An Iowa ear, nose, and throat doctor facing allegations of false Medicaid claims for endoscopic sinus surgeries contends that “reasonable people can disagree about the best medical options.” (But how reasonable it is to disagree on 115 medical procedures from one physician in one year?)
Dr. Tracey Wellendorf was accused of performing up to 115 sinus surgeries that didn’t meet Medicaid’s standards for medical necessity or were incorrectly coded on Medicaid claims from fall 2014 through fall 2015. According to an Office of the Inspector General agent in the U.S. Department of Health and Human Services (HHS), “medically unnecessary services pose potential harm to patients and place needless burdens on taxpayers who fund government health programs.” The allegations were brought following investigation by the HHS Office of the IG and Iowa’s Medicaid Fraud Control Unit.
While admitting no wrongdoing, Wellendorf agreed to paid $1 million to resolve the False Claims Act allegations. He also entered into an integrity agreement with the HHS Office of the IG, requiring him to undertake enhanced compliance measures for the next three years.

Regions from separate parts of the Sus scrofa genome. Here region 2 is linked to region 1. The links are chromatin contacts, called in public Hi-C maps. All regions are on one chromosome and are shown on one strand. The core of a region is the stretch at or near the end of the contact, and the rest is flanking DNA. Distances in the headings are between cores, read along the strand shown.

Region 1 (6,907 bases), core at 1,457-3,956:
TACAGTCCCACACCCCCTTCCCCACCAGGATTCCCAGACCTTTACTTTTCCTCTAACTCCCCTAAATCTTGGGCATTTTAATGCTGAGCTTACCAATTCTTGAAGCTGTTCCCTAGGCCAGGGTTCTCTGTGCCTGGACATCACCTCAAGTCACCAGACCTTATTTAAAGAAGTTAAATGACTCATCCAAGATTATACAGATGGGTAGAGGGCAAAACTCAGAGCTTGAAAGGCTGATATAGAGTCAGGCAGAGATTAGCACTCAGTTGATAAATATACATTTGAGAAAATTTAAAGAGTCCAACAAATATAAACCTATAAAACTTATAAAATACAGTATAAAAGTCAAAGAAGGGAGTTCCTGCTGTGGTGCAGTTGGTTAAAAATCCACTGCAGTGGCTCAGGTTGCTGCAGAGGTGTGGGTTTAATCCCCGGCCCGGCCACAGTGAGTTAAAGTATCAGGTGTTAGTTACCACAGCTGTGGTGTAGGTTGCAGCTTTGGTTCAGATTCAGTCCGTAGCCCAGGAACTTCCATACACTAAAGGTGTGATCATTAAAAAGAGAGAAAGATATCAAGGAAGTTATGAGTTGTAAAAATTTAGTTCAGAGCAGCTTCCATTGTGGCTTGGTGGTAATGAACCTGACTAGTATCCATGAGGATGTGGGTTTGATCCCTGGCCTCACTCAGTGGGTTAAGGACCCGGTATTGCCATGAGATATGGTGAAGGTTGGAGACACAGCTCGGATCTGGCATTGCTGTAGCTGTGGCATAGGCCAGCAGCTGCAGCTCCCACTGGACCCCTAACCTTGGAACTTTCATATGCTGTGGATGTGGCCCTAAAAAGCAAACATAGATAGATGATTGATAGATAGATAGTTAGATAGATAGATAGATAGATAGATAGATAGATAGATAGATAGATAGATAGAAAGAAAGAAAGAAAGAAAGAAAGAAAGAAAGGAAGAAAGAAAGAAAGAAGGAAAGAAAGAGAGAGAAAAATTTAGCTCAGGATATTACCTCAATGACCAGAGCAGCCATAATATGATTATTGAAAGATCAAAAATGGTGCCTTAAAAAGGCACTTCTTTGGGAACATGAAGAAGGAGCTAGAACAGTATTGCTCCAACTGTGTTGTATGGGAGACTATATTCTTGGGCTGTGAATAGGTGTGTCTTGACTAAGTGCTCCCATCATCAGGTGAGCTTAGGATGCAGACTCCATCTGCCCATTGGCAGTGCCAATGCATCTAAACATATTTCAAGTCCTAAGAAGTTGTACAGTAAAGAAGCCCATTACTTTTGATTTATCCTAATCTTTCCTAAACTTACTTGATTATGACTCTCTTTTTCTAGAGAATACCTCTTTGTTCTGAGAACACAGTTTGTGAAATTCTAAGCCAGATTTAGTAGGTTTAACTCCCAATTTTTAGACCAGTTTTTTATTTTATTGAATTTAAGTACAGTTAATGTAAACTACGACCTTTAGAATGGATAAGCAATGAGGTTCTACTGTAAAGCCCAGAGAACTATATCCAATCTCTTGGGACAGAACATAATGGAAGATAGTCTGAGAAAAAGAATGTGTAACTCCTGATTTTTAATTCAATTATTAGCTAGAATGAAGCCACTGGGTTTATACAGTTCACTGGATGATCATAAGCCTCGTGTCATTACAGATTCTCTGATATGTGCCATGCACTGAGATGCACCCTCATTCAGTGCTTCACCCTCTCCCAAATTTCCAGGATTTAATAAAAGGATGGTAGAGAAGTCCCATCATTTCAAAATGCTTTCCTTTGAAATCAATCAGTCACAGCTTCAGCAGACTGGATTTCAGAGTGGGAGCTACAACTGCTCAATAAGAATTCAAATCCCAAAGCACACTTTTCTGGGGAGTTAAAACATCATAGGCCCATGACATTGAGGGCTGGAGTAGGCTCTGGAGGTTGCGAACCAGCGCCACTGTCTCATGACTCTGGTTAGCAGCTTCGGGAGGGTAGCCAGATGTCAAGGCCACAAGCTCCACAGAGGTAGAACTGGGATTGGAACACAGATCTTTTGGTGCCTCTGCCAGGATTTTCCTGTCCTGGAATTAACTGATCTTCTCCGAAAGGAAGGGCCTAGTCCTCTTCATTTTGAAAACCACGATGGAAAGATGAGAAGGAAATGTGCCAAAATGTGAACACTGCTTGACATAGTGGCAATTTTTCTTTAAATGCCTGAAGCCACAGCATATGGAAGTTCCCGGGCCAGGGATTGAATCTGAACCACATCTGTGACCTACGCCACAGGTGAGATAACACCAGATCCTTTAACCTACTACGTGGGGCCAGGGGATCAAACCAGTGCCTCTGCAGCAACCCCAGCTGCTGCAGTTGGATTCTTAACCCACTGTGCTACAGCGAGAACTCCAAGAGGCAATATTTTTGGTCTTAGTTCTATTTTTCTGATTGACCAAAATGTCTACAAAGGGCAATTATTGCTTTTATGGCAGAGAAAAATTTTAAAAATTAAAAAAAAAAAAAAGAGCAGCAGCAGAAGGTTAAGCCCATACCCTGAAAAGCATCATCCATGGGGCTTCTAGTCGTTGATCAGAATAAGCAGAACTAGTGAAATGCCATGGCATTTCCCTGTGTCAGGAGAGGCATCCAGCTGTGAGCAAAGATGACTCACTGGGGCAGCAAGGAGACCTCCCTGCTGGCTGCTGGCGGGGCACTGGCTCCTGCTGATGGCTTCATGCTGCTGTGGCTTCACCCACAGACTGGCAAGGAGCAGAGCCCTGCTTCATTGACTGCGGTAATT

In a written statement, Wellendorf said he’s “happy and relieved” to resolve an “expensive, time-consuming and distracting” matter. (Sounds reasonable to me. Unnecessary surgeries are undoubtedly expensive, time-consuming and distracting for unsuspecting patients as well.)
Today’s Fraud of the Day comes from the Northern District of Iowa U.S. Attorney’s media release, “Northwest Iowa Otolaryngologist Agrees to Pay $1,000,000 To Resolve Medicaid False Claims Allegations,” published Oct. 15, 2019.
Dr. Tracey Wellendorf, an otolaryngologist with a clinic in Carroll, Iowa, agreed to pay $1,000,000 to resolve False Claims Act allegations relating to as many as 115 procedures performed on Iowa Medicaid beneficiaries between October 13, 2014, and November 27, 2015.
The allegations relate to claims for endoscopic sinus surgeries. The United States alleges that the claims submitted for the subject procedures were improper either because they did not meet the applicable medical necessity standard or were otherwise incorrectly coded for payment.